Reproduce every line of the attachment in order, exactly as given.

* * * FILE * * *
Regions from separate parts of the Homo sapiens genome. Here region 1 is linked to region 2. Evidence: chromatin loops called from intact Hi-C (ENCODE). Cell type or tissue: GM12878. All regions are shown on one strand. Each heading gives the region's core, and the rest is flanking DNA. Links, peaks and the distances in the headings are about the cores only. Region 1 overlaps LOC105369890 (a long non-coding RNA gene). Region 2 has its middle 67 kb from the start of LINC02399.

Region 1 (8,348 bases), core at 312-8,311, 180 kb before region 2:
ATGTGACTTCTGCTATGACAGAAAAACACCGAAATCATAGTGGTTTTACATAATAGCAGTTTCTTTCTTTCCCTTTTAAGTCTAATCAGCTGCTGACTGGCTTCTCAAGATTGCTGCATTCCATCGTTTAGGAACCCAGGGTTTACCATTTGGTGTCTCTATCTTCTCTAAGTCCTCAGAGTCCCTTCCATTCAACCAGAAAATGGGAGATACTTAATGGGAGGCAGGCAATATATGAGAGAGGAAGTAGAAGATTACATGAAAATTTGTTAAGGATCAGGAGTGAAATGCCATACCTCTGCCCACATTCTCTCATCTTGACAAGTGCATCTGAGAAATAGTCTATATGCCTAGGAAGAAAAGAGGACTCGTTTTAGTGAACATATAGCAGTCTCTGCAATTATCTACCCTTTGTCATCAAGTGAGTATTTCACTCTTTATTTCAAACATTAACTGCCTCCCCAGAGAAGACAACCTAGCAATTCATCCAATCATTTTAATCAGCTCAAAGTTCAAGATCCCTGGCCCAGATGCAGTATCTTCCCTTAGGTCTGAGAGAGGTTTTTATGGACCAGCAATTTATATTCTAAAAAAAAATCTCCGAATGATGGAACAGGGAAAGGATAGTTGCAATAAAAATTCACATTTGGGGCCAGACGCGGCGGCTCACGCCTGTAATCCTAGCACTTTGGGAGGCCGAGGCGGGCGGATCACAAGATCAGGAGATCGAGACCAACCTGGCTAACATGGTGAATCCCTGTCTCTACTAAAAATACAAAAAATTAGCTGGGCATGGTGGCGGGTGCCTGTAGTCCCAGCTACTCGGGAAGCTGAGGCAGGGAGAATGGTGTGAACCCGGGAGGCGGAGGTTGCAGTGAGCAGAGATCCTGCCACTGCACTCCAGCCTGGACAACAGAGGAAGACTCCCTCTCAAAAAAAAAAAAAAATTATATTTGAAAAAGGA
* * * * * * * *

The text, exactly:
Regions from separate parts of the Homo sapiens genome. Here region 1 is linked to region 2. Evidence: chromatin loops called from intact Hi-C (ENCODE). Cell type or tissue: GM12878. All regions are shown on one strand. Each heading gives the region's core, and the rest is flanking DNA. Links, peaks and the distances in the headings are about the cores only. Region 1 overlaps LOC105369890 (a long non-coding RNA gene). Region 2 has its middle 67 kb from the start of LINC02399.

Region 1 (8,348 bases), core at 312-8,311, 180 kb before region 2:
ATGTGACTTCTGCTATGACAGAAAAACACCGAAATCATAGTGGTTTTACATAATAGCAGTTTCTTTCTTTCCCTTTTAAGTCTAATCAGCTGCTGACTGGCTTCTCAAGATTGCTGCATTCCATCGTTTAGGAACCCAGGGTTTACCATTTGGTGTCTCTATCTTCTCTAAGTCCTCAGAGTCCCTTCCATTCAACCAGAAAATGGGAGATACTTAATGGGAGGCAGGCAATATATGAGAGAGGAAGTAGAAGATTACATGAAAATTTGTTAAGGATCAGGAGTGAAATGCCATACCTCTGCCCACATTCTCTCATCTTGACAAGTGCATCTGAGAAATAGTCTATATGCCTAGGAAGAAAAGAGGACTCGTTTTAGTGAACATATAGCAGTCTCTGCAATTATCTACCCTTTGTCATCAAGTGAGTATTTCACTCTTTATTTCAAACATTAACTGCCTCCCCAGAGAAGACAACCTAGCAATTCATCCAATCATTTTAATCAGCTCAAAGTTCAAGATCCCTGGCCCAGATGCAGTATCTTCCCTTAGGTCTGAGAGAGGTTTTTATGGACCAGCAATTTATATTCTAAAAAAAAATCTCCGAATGATGGAACAGGGAAAGGATAGTTGCAATAAAAATTCACATTTGGGGCCAGACGCGGCGGCTCACGCCTGTAATCCTAGCACTTTGGGAGGCCGAGGCGGGCGGATCACAAGATCAGGAGATCGAGACCAACCTGGCTAACATGGTGAATCCCTGTCTCTACTAAAAATACAAAAAATTAGCTGGGCATGGTGGCGGGTGCCTGTAGTCCCAGCTACTCGGGAAGCTGAGGCAGGGAGAATGGTGTGAACCCGGGAGGCGGAGGTTGCAGTGAGCAGAGATCCTGCCACTGCACTCCAGCCTGGACAACAGAGGAAGACTCCCTCTCAAAAAAAAAAAAAAATTATATTTGAAAAAGGA